Environment New Jersey

Forked River Mountain Coalition

Friends for the Hamilton-Trenton-Bordentown Marsh

Friends of Hopewell Valley Open Space

Great Egg Harbor Watershed Association

Greater Newark Conservancy

Haddon Township Environmental Commission

Highland Coalition

Jakes Branch County Park

Kingston Greenways Association

Little Gardens Club of Atlantic City

Master Gardeners of Burlington County

Musconetcong Mountain Conservancy

Musconetcong Watershed Association

New Jersey Audubon Society

New Jersey Conservation Foundation

New Jersey Sierra Club

North American Butterfly Association, North Jersey Chapter

NY/NJ Baykeeper

Pinelands Native Plant Nursery

Pinelands Preservation Alliance

Rancocas Conservancy

Rutgers University Ecology & Evolution Graduate Student Association

Saddler's Woods Conservation Association

South Jersey Land and Water Trust

The Native Plant Society of New Jersey

The Nature Conservancy

Toadshade Wildflower Farm

Union Forge Heritage Association

Washington Crossing Audubon Society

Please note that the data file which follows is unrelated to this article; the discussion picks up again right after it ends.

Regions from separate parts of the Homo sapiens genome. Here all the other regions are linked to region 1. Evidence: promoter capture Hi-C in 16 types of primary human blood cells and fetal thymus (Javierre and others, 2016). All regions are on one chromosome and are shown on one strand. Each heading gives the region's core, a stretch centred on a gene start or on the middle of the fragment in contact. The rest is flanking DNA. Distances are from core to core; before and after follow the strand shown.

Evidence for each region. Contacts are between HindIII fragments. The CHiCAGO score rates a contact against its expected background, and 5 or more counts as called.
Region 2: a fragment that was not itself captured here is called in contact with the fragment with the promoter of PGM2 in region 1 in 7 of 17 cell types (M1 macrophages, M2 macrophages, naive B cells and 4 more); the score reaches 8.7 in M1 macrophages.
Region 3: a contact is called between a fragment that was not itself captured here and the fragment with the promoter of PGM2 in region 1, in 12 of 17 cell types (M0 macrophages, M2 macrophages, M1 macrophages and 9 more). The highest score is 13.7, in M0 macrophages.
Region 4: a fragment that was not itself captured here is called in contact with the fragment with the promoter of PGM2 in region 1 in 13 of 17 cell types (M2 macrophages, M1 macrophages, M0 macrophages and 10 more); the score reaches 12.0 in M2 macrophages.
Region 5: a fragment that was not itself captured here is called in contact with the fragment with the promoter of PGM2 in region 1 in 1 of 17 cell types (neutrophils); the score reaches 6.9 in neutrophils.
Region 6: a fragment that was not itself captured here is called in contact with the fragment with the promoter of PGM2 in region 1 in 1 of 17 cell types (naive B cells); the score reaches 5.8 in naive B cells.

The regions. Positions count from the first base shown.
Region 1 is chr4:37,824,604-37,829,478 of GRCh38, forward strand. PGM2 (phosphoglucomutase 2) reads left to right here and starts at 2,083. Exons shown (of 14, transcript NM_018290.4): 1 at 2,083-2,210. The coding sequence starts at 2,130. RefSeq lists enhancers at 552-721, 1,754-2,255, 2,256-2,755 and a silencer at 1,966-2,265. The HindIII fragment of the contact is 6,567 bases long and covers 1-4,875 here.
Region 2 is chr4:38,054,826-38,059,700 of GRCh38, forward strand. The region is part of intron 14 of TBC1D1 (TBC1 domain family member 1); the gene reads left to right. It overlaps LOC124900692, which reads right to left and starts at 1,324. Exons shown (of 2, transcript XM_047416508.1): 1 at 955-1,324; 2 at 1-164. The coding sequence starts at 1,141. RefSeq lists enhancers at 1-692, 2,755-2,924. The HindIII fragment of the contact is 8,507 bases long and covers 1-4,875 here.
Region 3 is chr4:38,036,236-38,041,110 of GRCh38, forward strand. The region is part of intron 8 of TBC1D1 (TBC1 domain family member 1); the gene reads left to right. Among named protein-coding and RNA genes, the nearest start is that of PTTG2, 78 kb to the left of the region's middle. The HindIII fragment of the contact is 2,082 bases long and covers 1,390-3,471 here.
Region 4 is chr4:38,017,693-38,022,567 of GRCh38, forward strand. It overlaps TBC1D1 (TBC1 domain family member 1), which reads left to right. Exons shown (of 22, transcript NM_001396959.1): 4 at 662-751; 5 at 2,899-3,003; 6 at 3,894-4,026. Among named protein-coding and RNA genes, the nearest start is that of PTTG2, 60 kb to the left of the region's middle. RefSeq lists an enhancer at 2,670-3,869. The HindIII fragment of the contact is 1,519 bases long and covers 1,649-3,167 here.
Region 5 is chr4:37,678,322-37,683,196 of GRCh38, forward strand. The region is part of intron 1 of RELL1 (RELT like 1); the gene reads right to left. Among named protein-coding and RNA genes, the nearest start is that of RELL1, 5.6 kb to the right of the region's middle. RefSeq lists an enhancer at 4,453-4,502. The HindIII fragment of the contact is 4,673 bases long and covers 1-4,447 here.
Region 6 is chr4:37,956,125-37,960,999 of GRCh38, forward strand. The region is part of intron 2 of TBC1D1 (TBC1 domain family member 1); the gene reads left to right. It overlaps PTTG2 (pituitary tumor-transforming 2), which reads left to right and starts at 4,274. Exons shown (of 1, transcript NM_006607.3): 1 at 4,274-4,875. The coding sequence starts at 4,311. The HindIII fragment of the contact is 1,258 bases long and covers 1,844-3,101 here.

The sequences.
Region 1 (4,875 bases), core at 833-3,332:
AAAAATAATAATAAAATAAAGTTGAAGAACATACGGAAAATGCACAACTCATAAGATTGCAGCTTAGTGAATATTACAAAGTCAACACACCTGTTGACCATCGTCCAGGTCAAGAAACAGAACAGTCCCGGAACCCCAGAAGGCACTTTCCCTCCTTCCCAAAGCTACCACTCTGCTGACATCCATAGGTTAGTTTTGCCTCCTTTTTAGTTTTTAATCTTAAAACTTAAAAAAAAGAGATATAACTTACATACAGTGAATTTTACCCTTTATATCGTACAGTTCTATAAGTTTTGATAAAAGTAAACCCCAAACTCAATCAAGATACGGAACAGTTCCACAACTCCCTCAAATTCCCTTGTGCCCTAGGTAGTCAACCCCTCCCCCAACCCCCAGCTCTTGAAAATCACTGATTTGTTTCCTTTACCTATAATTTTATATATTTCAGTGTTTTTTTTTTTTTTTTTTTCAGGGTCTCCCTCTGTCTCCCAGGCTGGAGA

Wild Ridge Plants, LLC

Woodford Cedar Run Wildlife Refuge


How You Can Help

Please sign-on to our list of supporters and contact your legislators to ask for their support of the New Jersey Native Plant Protection Act. You can find the contact information for your legislators here. Also, please feel free to distribute the Rare Plant Protection FactSheet found below.


More Information

Download Rare Plant Protection FactSheet

Rare Plant Protection FactSheet - 234.3KB
Rare Plant Protection FactSheet

Download New Jersey Native Plant Protection Act Draft

New Jersey Native Plant Protection Act Draft - 170.0KB
Draft statute created by Partnerships for New Jersey Plant Conservation

Breden et al. 2006 - NJDEP Report: Endangered Plant Species Populations in New Jersey: Health and Threats

NJDEP Natural Heritage Program Website

NJDEP Natural Heritage List of Endangered Plant Species and Plant Species of Concern

Special Plants of New Jersey Fact Sheets

NatureServe Explorer

Center for Plant Conservation

"The beauty and genius of a work of art may be reconceived, though its first material expression be destroyed; a vanished harmony may yet again inspire the composer; but when the last individual of a race of living being breathes no more, another heaven and another earth must pass before such a one can be again." - William Beebe

The development of the New Jersey Native Plant Protection Act is a joint effort between the Pinelands Preservation Alliance, the New Jersey Conservation Foundation, and the Partnerships for New Jersey Plant Conservation.